Case studies were selected amongst 1,672 presentations at 9 informatics and machine learning conferences between January 2018 and October 2019. The conferences include American Medical Informatics Association (AMIA) Annual Symposia and Summits, MLHC, Health Information and Management Systems Society (HIMSS) Machine Learning and Artificial Intelligence Forum, and the Health AI Deployment Symposium. Machine learning technologies were included as case studies if they met two criteria: 1) they tackle a clinical problem using solely EHR data; and 2) they are evaluated and validated through direct integration with an EHR to demonstrate clinical, statistical, or economic utility. Machine learning technologies that analysed images were excluded. This review also advances prior work to propose best practices for teams building machine learning models within a healthcare setting14 and for teams conducting quality improvement work following the learning health system framework.15 However, there is not a unifying translational path to inform teams beyond success within a single setting to diffuse and scale across healthcare. This review fills that gap and highlights how teams building machine learning products approach clinical translation and discusses challenges and opportunities for improvement.
MACHINE LEARNING APPLIED TO CLINICAL DECISION SUPPORT TASKS
Machine learning has been described as “the fundamental technology required to meaningfully process data that exceed the capacity of the human brain to comprehend.”16 Machine learning models are often trained on millions of pieces of information. Existing knowledge about individual data elements and relationships between data elements are not explicitly programmed into the model and are instead learned through repeated iterations of mapping between inputs and outputs. This is in contrast to algorithms that comprise predictors and weights that are agreed upon by medical experts. Collaboration between machine learning and clinical experts is crucial and there are a range of modelling techniques that incorporate varying amounts of clinical expertise into model specifications.17 Machine learning models can be trained in a supervised and unsupervised fashion. Supervised models assume that the output labels, for example a disease, are known up front, whereas unsupervised models assume that the output labels are unknown. An example of a supervised model is identifying which patients will develop sepsis, a known entity, whereas an example of an unsupervised model is identifying unknown subgroups of asthma patients. Most models integrated into clinical workflows as clinical decision support are supervised machine learning models.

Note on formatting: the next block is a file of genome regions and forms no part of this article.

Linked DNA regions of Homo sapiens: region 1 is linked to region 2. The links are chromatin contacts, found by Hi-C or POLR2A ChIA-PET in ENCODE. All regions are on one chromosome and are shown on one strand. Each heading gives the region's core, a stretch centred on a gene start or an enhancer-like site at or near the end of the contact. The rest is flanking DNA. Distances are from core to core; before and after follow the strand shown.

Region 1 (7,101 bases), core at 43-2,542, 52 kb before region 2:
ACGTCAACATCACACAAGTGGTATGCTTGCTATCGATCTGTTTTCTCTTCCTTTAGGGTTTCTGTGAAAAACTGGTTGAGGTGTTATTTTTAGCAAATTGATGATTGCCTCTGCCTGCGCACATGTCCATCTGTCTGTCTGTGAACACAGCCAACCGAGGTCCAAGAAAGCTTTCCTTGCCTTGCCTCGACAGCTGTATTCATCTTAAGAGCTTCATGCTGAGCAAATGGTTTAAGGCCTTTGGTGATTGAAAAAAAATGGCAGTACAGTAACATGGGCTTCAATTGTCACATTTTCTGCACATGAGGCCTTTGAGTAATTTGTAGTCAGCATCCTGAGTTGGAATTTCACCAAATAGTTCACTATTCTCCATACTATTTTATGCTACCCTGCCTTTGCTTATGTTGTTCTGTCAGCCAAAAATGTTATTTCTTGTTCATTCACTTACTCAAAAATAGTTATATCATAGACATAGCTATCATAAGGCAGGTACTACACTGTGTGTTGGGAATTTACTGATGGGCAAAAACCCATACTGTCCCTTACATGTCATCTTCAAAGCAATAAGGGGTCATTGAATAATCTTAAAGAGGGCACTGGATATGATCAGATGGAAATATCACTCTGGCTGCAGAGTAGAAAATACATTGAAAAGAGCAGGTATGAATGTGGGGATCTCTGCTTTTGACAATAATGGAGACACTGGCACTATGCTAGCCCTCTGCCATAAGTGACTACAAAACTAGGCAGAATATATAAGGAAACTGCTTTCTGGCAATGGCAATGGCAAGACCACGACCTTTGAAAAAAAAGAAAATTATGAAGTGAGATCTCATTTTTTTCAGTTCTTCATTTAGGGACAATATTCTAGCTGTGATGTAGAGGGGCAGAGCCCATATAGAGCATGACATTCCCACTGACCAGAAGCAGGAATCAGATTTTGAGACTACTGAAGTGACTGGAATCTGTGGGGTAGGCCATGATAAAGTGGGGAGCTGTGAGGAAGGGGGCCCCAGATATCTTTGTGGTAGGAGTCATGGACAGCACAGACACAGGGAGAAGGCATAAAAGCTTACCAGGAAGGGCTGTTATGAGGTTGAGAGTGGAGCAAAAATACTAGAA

This review focusses on models applied to clinical decision support tasks rather than models applied to automation tasks. Not only does automation involve heightened regulatory burden,18 but machine learning is initially expected to impact healthcare through augmenting rather than replacing clinical workflows.19 The distinction between decision support and automation is critical: “while it may be assumed that decision support is simply a stepping stone on the progression towards full automation, the truth is that decision support systems have fundamentally different considerations that must be accounted for in design and implementation.”9 Recommendations for the design and implementation of machine learning as clinical decision support are only beginning to emerge.20